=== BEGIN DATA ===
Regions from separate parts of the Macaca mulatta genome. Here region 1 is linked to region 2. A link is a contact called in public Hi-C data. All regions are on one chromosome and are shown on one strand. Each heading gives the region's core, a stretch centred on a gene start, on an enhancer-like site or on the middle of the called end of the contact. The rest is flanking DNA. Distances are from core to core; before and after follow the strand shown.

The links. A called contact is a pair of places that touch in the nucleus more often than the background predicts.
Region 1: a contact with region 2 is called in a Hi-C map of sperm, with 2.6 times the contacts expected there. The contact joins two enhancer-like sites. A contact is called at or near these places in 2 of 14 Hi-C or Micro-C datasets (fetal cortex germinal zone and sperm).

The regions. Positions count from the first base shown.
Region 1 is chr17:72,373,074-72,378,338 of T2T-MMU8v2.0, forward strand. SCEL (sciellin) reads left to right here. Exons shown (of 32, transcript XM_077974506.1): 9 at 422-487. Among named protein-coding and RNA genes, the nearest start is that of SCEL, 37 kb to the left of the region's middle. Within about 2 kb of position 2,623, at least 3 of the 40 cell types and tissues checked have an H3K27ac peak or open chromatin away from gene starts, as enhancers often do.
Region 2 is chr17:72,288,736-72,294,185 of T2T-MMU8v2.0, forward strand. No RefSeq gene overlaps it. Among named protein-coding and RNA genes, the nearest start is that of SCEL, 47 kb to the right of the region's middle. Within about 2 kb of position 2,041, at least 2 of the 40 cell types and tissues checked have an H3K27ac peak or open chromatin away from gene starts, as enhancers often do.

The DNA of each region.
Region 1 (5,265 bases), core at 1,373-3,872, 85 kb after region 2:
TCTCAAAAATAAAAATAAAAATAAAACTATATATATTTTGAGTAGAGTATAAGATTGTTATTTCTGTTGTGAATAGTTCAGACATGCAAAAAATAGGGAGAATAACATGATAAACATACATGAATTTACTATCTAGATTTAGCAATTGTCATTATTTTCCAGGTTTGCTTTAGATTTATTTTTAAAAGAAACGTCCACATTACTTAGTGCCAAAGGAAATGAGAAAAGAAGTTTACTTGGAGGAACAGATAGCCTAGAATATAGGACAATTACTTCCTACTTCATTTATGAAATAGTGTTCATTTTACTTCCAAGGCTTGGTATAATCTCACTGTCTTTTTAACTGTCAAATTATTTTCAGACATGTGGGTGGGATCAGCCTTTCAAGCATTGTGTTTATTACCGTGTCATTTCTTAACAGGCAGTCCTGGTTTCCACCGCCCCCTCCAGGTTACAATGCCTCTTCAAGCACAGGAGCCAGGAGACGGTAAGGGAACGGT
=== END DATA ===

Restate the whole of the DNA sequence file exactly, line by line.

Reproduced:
Regions from separate parts of the Macaca mulatta genome. Here region 1 is linked to region 2. A link is a contact called in public Hi-C data. All regions are on one chromosome and are shown on one strand. Each heading gives the region's core, a stretch centred on a gene start, on an enhancer-like site or on the middle of the called end of the contact. The rest is flanking DNA. Distances are from core to core; before and after follow the strand shown.

The links. A called contact is a pair of places that touch in the nucleus more often than the background predicts.
Region 1: a contact with region 2 is called in a Hi-C map of sperm, with 2.6 times the contacts expected there. The contact joins two enhancer-like sites. A contact is called at or near these places in 2 of 14 Hi-C or Micro-C datasets (fetal cortex germinal zone and sperm).

The regions. Positions count from the first base shown.
Region 1 is chr17:72,373,074-72,378,338 of T2T-MMU8v2.0, forward strand. SCEL (sciellin) reads left to right here. Exons shown (of 32, transcript XM_077974506.1): 9 at 422-487. Among named protein-coding and RNA genes, the nearest start is that of SCEL, 37 kb to the left of the region's middle. Within about 2 kb of position 2,623, at least 3 of the 40 cell types and tissues checked have an H3K27ac peak or open chromatin away from gene starts, as enhancers often do.
Region 2 is chr17:72,288,736-72,294,185 of T2T-MMU8v2.0, forward strand. No RefSeq gene overlaps it. Among named protein-coding and RNA genes, the nearest start is that of SCEL, 47 kb to the right of the region's middle. Within about 2 kb of position 2,041, at least 2 of the 40 cell types and tissues checked have an H3K27ac peak or open chromatin away from gene starts, as enhancers often do.

The DNA of each region.
Region 1 (5,265 bases), core at 1,373-3,872, 85 kb after region 2:
TCTCAAAAATAAAAATAAAAATAAAACTATATATATTTTGAGTAGAGTATAAGATTGTTATTTCTGTTGTGAATAGTTCAGACATGCAAAAAATAGGGAGAATAACATGATAAACATACATGAATTTACTATCTAGATTTAGCAATTGTCATTATTTTCCAGGTTTGCTTTAGATTTATTTTTAAAAGAAACGTCCACATTACTTAGTGCCAAAGGAAATGAGAAAAGAAGTTTACTTGGAGGAACAGATAGCCTAGAATATAGGACAATTACTTCCTACTTCATTTATGAAATAGTGTTCATTTTACTTCCAAGGCTTGGTATAATCTCACTGTCTTTTTAACTGTCAAATTATTTTCAGACATGTGGGTGGGATCAGCCTTTCAAGCATTGTGTTTATTACCGTGTCATTTCTTAACAGGCAGTCCTGGTTTCCACCGCCCCCTCCAGGTTACAATGCCTCTTCAAGCACAGGAGCCAGGAGACGGTAAGGGAACGGT